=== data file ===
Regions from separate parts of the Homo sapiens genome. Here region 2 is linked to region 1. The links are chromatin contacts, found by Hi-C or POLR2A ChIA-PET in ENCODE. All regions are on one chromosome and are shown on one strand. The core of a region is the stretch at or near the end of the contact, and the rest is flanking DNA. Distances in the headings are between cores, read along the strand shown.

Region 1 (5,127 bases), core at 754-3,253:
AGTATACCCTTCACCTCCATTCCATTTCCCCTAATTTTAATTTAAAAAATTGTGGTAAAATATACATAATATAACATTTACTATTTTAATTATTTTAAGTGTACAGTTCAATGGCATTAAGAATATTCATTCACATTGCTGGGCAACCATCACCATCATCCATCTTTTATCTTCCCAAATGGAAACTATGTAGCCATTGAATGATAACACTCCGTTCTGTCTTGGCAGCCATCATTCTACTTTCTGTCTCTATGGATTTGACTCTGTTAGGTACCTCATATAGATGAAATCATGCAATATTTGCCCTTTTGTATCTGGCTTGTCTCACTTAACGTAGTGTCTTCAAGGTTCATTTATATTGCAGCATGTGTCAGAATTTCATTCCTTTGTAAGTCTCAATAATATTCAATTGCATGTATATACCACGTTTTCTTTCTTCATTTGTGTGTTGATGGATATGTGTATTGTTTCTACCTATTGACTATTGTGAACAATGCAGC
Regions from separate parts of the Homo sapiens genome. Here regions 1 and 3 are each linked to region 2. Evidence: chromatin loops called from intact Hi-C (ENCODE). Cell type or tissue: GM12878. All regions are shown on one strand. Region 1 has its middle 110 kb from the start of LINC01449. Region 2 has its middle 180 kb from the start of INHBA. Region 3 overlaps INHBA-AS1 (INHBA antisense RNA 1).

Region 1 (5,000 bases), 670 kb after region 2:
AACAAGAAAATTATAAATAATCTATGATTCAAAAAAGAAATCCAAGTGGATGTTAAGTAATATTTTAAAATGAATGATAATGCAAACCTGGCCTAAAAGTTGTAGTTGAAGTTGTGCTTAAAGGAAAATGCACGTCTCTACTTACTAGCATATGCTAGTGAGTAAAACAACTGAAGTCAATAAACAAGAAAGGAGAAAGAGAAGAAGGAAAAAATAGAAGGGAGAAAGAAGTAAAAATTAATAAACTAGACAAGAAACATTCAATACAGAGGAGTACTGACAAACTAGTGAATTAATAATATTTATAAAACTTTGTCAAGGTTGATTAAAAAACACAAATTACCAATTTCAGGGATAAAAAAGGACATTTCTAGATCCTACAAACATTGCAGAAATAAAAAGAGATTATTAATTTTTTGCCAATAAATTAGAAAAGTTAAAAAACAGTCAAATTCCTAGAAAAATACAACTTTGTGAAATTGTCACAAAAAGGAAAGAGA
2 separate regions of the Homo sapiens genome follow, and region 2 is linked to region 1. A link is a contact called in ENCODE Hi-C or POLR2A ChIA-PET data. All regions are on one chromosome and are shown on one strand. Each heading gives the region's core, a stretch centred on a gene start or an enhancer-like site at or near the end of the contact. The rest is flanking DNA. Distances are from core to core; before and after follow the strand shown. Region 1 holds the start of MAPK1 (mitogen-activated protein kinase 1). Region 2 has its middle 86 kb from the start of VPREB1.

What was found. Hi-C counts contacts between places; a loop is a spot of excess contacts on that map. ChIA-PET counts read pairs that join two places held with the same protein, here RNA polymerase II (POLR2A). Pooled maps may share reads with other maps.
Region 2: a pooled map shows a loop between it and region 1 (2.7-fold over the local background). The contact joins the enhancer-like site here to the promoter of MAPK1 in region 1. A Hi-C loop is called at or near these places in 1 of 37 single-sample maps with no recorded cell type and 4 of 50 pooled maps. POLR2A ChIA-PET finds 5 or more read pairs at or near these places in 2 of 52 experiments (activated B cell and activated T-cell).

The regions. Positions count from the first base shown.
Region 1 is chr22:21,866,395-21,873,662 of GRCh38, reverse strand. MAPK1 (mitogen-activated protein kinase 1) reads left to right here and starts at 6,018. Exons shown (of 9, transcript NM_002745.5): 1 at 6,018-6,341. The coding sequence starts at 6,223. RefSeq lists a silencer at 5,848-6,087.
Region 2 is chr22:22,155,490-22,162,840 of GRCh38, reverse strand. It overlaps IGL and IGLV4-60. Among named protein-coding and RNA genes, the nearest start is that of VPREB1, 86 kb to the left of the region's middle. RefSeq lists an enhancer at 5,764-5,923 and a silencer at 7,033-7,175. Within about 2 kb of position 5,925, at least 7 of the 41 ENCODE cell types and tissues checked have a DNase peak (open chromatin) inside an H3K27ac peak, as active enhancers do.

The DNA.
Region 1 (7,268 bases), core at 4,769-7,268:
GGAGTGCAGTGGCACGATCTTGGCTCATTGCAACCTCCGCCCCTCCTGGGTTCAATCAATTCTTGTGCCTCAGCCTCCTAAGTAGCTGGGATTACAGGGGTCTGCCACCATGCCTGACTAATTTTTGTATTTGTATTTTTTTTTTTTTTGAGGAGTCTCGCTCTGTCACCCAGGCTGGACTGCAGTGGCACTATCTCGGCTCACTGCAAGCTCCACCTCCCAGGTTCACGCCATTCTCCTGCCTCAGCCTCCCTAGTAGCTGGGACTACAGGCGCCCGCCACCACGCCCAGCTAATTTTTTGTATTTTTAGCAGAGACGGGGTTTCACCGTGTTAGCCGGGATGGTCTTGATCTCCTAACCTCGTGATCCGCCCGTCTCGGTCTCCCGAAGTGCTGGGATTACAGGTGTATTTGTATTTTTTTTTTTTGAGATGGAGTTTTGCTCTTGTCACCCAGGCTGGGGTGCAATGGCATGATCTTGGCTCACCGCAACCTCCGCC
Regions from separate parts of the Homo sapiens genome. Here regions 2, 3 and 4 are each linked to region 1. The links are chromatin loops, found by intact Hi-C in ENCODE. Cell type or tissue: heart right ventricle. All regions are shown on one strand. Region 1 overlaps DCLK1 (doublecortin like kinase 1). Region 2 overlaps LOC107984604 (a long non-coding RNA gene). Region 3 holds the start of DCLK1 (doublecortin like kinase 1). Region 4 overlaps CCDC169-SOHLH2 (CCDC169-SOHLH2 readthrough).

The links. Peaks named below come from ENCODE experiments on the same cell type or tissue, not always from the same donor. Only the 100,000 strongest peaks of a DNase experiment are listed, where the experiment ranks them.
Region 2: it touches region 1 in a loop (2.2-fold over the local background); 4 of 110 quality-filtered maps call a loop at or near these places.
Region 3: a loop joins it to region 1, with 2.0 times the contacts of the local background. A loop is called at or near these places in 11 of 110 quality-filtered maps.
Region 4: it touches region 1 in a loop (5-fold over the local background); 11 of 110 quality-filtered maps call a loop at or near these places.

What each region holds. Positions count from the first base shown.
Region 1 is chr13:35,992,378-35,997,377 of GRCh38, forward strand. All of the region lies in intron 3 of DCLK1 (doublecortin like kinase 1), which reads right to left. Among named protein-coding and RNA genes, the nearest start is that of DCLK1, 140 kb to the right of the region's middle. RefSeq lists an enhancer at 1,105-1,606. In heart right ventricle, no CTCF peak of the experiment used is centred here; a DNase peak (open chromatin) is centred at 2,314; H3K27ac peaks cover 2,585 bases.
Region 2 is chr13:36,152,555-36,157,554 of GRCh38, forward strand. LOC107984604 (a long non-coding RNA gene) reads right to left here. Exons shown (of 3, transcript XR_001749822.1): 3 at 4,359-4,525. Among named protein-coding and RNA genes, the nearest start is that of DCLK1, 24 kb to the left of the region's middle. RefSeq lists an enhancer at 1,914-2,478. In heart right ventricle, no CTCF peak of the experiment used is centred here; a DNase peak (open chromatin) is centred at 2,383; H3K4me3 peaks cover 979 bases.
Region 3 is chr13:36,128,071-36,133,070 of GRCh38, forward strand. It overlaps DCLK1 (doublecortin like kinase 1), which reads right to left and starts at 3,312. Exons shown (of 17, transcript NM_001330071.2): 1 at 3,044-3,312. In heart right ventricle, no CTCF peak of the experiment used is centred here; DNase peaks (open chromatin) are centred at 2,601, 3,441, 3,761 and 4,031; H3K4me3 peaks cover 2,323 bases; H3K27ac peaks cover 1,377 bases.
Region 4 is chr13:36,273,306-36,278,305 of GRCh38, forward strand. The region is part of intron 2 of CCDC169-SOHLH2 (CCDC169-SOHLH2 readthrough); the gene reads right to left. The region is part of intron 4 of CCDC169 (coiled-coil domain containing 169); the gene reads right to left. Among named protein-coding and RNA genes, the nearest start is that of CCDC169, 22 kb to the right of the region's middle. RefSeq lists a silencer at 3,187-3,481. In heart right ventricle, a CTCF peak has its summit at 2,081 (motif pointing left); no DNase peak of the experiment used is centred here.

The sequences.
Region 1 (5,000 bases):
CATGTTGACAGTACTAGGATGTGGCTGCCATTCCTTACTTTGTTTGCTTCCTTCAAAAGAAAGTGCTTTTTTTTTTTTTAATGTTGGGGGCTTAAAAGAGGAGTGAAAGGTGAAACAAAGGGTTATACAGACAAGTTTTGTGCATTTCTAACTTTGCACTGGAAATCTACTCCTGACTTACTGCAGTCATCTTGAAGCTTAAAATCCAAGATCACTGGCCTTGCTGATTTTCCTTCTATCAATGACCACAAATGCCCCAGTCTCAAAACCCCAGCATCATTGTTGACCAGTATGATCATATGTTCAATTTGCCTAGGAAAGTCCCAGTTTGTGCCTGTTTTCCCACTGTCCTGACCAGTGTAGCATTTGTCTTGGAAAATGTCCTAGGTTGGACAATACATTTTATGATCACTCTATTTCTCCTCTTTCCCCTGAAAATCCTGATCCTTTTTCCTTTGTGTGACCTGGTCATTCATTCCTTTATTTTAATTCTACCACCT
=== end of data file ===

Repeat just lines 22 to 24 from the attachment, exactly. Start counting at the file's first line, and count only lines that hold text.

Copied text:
Region 1 is chr13:35,992,378-35,997,377 of GRCh38, forward strand. All of the region lies in intron 3 of DCLK1 (doublecortin like kinase 1), which reads right to left. Among named protein-coding and RNA genes, the nearest start is that of DCLK1, 140 kb to the right of the region's middle. RefSeq lists an enhancer at 1,105-1,606. In heart right ventricle, no CTCF peak of the experiment used is centred here; a DNase peak (open chromatin) is centred at 2,314; H3K27ac peaks cover 2,585 bases.
Region 2 is chr13:36,152,555-36,157,554 of GRCh38, forward strand. LOC107984604 (a long non-coding RNA gene) reads right to left here. Exons shown (of 3, transcript XR_001749822.1): 3 at 4,359-4,525. Among named protein-coding and RNA genes, the nearest start is that of DCLK1, 24 kb to the left of the region's middle. RefSeq lists an enhancer at 1,914-2,478. In heart right ventricle, no CTCF peak of the experiment used is centred here; a DNase peak (open chromatin) is centred at 2,383; H3K4me3 peaks cover 979 bases.
Region 3 is chr13:36,128,071-36,133,070 of GRCh38, forward strand. It overlaps DCLK1 (doublecortin like kinase 1), which reads right to left and starts at 3,312. Exons shown (of 17, transcript NM_001330071.2): 1 at 3,044-3,312. In heart right ventricle, no CTCF peak of the experiment used is centred here; DNase peaks (open chromatin) are centred at 2,601, 3,441, 3,761 and 4,031; H3K4me3 peaks cover 2,323 bases; H3K27ac peaks cover 1,377 bases.